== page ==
It’s been over a year since we were last able to do a High Country Cruise, all because of COVID and the endless lockdowns and restrictions throughout Melbourne and/or the state. There is no denying that 2020 was an Annus Horribilis, especially for anyone who has been out of work and/or locked down for extended periods of time. Necessary or not, the lockdown and restrictions have caused much suffering. I have less reason to complain, as being out in a rural area we’ve had greater flexibility of movement overall, but when your friends are locked away in Melbourne, there’s not much that you can really do. Additionally, even though we’ve had more movement flexibility, with just about everything closed on a regular basis you might as well be locked inside your home.
I don’t really know what happened to 2019 as we simply didn’t have a Cruise, with our last one being in Nov 2018. Summer (for what it was) flashed past and then at the end of 2019 when the tracks re-opened, the bushfires started, burning into the New Year and causing us to defer things once again. Things have settled down now, other than flooding rains, but travelling to the East is out of the question as all the tracks are still likely to be closed and will likely be so for some time to come. I’d be very surprised if the majority of tracks will be open by 2021. But once again we were itching to get out and our only option was to go closer to home, which meant around the Thomson Dam and Licola area. This wasn’t necessarily a bad thing though, as COVID-19 and the statewide shutdown may or may not have impacted on crowd numbers, despite there still being a surprising number about on the first day,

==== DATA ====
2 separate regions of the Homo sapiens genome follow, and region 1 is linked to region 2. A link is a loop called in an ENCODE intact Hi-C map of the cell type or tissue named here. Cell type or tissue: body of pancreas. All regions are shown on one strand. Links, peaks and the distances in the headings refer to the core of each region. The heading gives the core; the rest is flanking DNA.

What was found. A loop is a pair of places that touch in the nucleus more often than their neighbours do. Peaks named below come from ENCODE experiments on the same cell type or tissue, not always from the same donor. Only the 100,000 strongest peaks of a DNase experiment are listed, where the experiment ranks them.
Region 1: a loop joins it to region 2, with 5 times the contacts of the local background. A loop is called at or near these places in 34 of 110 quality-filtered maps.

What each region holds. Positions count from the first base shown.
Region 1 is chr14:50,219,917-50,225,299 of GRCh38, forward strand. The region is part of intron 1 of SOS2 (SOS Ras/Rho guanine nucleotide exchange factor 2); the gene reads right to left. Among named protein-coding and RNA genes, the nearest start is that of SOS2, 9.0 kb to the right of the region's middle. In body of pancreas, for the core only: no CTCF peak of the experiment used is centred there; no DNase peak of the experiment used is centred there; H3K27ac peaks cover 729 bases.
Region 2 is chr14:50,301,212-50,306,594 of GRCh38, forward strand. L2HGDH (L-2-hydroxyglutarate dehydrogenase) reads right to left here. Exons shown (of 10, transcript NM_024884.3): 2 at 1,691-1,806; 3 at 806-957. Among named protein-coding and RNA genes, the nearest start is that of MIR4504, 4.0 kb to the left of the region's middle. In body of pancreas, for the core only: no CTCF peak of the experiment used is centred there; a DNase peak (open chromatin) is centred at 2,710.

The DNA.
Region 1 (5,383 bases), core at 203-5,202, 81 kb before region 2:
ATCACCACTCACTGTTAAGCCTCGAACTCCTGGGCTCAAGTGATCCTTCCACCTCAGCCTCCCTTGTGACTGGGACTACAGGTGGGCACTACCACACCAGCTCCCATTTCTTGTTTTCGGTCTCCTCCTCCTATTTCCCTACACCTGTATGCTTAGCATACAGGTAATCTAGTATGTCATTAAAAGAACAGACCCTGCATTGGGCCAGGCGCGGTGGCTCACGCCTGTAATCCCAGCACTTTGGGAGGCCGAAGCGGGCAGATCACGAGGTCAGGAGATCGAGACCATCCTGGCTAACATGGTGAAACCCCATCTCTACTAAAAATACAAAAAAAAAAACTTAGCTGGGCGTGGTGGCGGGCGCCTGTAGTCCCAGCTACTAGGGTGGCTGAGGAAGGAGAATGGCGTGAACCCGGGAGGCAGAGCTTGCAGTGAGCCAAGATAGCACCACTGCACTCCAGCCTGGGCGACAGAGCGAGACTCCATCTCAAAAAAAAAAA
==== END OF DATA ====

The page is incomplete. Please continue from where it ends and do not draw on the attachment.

It’s been a long time between drinks or, in this case, High Country Cruises. Various unforeseen events have meant that we weren’t able to do another Cruise since Feb this year, so everyone was itching to go out somewhere, anywhere. While I’ve noted previously that we prefer to avoid long weekends because of the crowds, the longer we left things the greater the chance of another obstacle coming in our way before Christmas, so the Melbourne Cup long weekend it was. And to make sure that we could have a bit of a head start on the crowds, we decided to leave on a Friday so that we could be out in the bush before most others. Though no doubt there would be others with much the same idea and, if the weather was looking good, probably earlier as well. Regardless, all that really mattered was that we were able to get out and enjoy the bush after a long break and to make it even more enjoyable, we made it a five day Cruise.
Given that the last time we were in the High Country was Mar this year (unbelievable how time flies), we were really hanging out to go somewhere, anywhere. But finding a suitable date was one major issue, especially since we couldn’t go out on the Melbourne Cup Weekend nor any time in November, so we decided on the weekend prior. We were hoping for three travellers, but circumstances arose that left the Cruise to just two hardy souls. My fellow traveller was especially keen to go out, as he had finally sorted his new Jeep Rubicon into High Country order and was busting his chops to try it out in some less than mundane terrain. So we decided to do a loop, more or less, from Licola to Dargo, poking around in-between where possible. However, the weather forecasts for the weekend indicated heavy rain at the start, so we reversed our plans and went from Dargo to Licola instead.